*Keywords:*Configural Frequency Analysis (CFA), R-package confreq, tree-based methods, antisocial behavior, log-linear modeling (LLM)

*Mark Stemmler*

Friedrich-Alexander University Erlangen-Nürnberg

Department of Psychology

Nägelsbachstrasse 49c

91054 Erlangen, Germany

mark.stemmler@fau.de

Friedrich-Alexander University Erlangen-Nürnberg

Department of Psychology

Nägelsbachstrasse 49c

91054 Erlangen, Germany

mark.stemmler@fau.de

**Log-linear and configural analysis of tree structures***Alexander von Eye, Wolfgang Wiedermann & Stefan von Weber Abstract*

In this article, two methods are proposed for the analysis of existing tree structures. The first method, log-linear modeling, is variable-oriented. The goals pursued with a log-linear analysis of tree structures concern the modeling of patterns of a sequence of decisions. Starting from a base model that is a standard hierarchical model, it adds special contrasts that represent the decisions that are made when progressing through the tree. Goal of analysis is to fit a model of the sequence of decisions. These contrasts render the model non-standard. The method of Schuster transformation is needed to create a design matrix with contrasts that can be interpreted as intended. The second method, Configural Frequency Analysis (CFA), is person-oriented. Starting from the final, fitting log-linear model, it removes the special contrasts from the model and asks whether there are individual patterns (configurations) that are discrepant from the base model and, thus represent the sequence of decisions. These patterns can be interpreted as types and antitypes in a CFA sense. In a data example, students’ decisions and life satisfaction are examined. The intertwining of the proposed methods and possible extensions are discussed.

*Key words:*modeling decision trees, nonstandard log-linear models, Configural Frequency Analysis, parameter interpretation, Schuster transformation

*Alexander von Eye, PhD*

Michigan State University

190 Allée du Nouveau Monde

34000 Montpellier, France

voneye@msu.edu

Michigan State University

190 Allée du Nouveau Monde

34000 Montpellier, France

voneye@msu.edu

**Using tree-based regression to examine factors related to math ability among 15-year old students***Cody Ding, & Yuyang Zhao Abstract*

Few studies have examined factors that can predict students’ mathematic ability, particularly subgroups of students who share the common characteristics that are associated with different levels of math ability. Based on PISA 2012 data from the United States and China, we used regression tree analysis to select the most salient predictors of math ability and identify the subgroups of 15-year-old students who were likely to be proficient in math ability. Based on the results from regression tree analysis, it was found that students whose math self-efficacy score was over 3.33 and their perceived positive peer math norm score was below 3.33 on a rating scale of 1 to 4 were most likely to be associated with proficient math ability. In contrast, students whose math self-efficacy score was below 2.81 were most likely to be associated with low or below-average math ability. However, for students whose math self-efficacy score was between 2.81 and 3.33, their math ability level was likely to be associated with their perceived positive peer math norm. The significance of the study is that it uniquely identified distinct subgroups of students who were more likely to be associated with different levels of math ability. Methodologically, the study demonstrated the application of regression tree analysis in studying students’ math ability.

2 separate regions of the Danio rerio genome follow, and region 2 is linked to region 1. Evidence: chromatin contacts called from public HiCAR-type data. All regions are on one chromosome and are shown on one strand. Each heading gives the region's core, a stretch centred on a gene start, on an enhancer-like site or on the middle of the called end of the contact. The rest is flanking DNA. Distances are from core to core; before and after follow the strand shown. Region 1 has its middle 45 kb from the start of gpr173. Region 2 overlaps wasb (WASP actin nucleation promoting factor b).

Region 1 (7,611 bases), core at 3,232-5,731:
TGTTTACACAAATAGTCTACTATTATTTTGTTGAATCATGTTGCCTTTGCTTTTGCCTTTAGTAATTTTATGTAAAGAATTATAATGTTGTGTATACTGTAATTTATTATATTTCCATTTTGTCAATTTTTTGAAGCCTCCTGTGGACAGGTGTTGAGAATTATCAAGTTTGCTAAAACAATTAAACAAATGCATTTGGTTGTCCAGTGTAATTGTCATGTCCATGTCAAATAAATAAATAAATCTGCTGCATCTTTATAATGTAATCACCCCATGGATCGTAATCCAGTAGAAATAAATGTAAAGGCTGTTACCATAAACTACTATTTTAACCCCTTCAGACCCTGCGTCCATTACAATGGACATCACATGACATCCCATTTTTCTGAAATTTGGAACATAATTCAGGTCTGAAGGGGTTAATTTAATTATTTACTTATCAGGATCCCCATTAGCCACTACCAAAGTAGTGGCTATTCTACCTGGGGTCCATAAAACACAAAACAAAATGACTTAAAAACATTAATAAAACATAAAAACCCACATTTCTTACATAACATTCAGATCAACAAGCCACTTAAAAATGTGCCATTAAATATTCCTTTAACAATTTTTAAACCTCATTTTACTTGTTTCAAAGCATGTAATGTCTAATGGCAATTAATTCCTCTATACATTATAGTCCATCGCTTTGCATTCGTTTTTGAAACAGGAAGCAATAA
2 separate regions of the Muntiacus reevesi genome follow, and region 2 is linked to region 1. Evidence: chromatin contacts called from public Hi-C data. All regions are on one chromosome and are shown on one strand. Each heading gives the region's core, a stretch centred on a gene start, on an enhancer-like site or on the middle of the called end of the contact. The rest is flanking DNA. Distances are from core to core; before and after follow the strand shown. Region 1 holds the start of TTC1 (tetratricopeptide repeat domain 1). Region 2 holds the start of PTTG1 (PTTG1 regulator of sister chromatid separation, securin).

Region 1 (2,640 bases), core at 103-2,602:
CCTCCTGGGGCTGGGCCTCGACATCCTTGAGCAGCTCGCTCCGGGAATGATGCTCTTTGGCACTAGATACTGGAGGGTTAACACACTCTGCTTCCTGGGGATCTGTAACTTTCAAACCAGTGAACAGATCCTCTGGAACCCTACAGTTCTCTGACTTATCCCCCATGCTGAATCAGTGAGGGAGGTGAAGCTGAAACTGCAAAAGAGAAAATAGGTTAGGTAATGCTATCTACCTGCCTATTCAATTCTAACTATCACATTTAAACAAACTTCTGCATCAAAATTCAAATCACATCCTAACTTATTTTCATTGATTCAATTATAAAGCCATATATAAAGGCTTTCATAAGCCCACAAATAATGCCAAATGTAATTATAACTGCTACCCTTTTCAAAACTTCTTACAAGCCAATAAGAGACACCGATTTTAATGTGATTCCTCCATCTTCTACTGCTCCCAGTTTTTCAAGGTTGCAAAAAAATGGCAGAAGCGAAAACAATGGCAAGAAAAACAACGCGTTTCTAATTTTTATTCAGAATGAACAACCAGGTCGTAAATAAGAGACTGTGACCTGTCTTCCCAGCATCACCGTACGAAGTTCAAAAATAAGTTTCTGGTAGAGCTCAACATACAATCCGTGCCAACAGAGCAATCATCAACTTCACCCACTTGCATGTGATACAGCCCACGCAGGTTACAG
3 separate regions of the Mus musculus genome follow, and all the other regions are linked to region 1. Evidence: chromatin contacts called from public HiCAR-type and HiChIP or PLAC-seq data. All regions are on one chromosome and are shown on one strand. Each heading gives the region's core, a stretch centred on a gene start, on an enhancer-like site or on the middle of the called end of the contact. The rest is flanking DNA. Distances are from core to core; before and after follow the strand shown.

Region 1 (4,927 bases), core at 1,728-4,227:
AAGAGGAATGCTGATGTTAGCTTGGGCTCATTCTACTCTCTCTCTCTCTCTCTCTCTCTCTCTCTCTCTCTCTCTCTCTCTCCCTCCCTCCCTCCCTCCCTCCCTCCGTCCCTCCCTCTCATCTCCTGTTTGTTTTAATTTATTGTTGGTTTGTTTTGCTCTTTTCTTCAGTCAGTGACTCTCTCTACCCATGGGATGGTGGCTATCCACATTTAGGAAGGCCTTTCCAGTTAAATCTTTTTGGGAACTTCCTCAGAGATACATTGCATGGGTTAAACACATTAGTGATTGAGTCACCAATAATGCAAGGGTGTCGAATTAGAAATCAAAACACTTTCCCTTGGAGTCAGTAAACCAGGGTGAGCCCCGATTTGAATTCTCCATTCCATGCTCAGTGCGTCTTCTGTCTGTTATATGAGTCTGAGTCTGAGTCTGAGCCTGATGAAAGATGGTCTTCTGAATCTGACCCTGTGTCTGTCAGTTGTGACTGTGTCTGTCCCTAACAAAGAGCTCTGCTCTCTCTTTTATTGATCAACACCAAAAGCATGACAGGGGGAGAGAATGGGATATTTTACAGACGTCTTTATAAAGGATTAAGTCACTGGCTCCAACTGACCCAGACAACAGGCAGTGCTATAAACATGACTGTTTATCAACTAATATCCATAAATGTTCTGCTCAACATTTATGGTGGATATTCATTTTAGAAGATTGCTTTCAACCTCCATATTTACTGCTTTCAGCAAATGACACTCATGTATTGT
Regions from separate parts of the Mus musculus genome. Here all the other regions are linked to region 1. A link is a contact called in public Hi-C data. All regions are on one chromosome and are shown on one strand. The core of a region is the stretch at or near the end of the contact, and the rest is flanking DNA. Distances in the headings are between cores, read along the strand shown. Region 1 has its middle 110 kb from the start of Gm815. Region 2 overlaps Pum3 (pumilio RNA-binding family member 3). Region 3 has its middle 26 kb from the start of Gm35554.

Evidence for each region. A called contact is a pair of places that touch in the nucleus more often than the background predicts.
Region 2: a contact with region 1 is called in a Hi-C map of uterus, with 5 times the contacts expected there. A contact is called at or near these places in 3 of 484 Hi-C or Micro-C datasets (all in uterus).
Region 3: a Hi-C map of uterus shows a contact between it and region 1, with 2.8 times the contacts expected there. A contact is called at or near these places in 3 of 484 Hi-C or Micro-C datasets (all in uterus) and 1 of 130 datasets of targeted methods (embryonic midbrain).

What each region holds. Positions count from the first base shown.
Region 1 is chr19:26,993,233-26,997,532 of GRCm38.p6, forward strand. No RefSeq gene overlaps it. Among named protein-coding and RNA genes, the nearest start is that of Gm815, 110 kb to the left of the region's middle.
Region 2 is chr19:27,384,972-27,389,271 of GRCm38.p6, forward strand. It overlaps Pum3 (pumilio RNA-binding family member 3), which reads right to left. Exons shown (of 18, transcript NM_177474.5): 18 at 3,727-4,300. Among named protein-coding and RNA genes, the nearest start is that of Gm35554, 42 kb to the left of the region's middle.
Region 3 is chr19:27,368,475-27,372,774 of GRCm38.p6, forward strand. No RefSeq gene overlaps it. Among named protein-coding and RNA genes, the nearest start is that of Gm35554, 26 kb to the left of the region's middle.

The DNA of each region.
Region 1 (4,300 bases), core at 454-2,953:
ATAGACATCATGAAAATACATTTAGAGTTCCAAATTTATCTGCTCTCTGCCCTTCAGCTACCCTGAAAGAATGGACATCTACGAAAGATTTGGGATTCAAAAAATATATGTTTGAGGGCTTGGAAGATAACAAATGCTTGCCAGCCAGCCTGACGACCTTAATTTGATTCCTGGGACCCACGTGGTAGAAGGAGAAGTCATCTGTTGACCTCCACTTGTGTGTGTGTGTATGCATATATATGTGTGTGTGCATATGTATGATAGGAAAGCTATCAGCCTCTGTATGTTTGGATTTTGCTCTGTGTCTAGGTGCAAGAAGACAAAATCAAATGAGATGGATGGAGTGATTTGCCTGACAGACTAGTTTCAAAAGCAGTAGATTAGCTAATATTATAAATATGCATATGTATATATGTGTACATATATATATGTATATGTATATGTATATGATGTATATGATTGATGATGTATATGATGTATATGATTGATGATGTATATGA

*Keywords:*mathematic ability, regression tree, tress-based method, math self-efficacy, PISA 2012

*Cody Ding, PhD*

Education Sciences & Professional Programs

University of Missouri-St. Louis

St. Louis, USA

dingc@umsl.edu

Education Sciences & Professional Programs

University of Missouri-St. Louis

St. Louis, USA

dingc@umsl.edu

**Predicting post-experiment fatigue among healthy young adults: Random forest regression analysis***Eun-Young Mun & Feng Geng Abstract*

The current study utilized a random forest regression analysis to predict post-experiment fatigue in a sample of 212 healthy participants (mean age = 20.5, SD = 2.21; 52% women) between the ages of 18 and 30 following a mildly stressful experiment. We used a total of 30 features of demographic variables, lifestyle variables, alcohol and other drug use behaviors and problems, state anxiety and depressive symptoms, and physiological indicators that were lab assessed or self-reported. A random forest regression analysis with 10-fold cross-validation resulted in accurate prediction of post-experiment fatigue (R2 equivalent = 0.93) with the average “out-of-bag” (OOB) R2 = 0.52. Not surprisingly, self-reported pre-experiment fatigue was the most important variable (54%) in the prediction of post-experiment fatigue. Feeling anxious (state anxiety) pre- and post-experiment (3%, 7%), feeling less vigorous post experiment (3%), systolic and diastolic blood pressure (3%, 2%) and LF HRV (2%) assessed at baseline, and self-reported alcohol-related problems (3%) and sleep (2%) additionally contributed to the prediction of post-experiment fatigue. Other remaining input variables had relatively minimal importance. Substantively, this study suggests that complex interactions across multiple systems domains that support regulation may be linked to fatigue. A random forest regression analysis can relatively easily be implemented with a built-in cross-validation function and reveal a web of connections undergirding health behavior and risks.

*Keywords:*fatigue, stress, regulation, random forests, machine learning

*Eun-Young Mun, PhD*

Department of Health Behavior and Health Systems

University of North Texas Health Science Center

3500 Camp Bowie Blvd.

EAD 709, Fort Worth, TX 76107-2699, USA

eun-young.mun@unthsc.edu

Department of Health Behavior and Health Systems

University of North Texas Health Science Center

3500 Camp Bowie Blvd.

EAD 709, Fort Worth, TX 76107-2699, USA

eun-young.mun@unthsc.edu

**Psychological Test and Assessment Modeling Volume 61 · 2019 · Issue 4**

Pabst, 2019

ISSN 2190-0493 (Print)

ISSN 2190-0507 (Internet)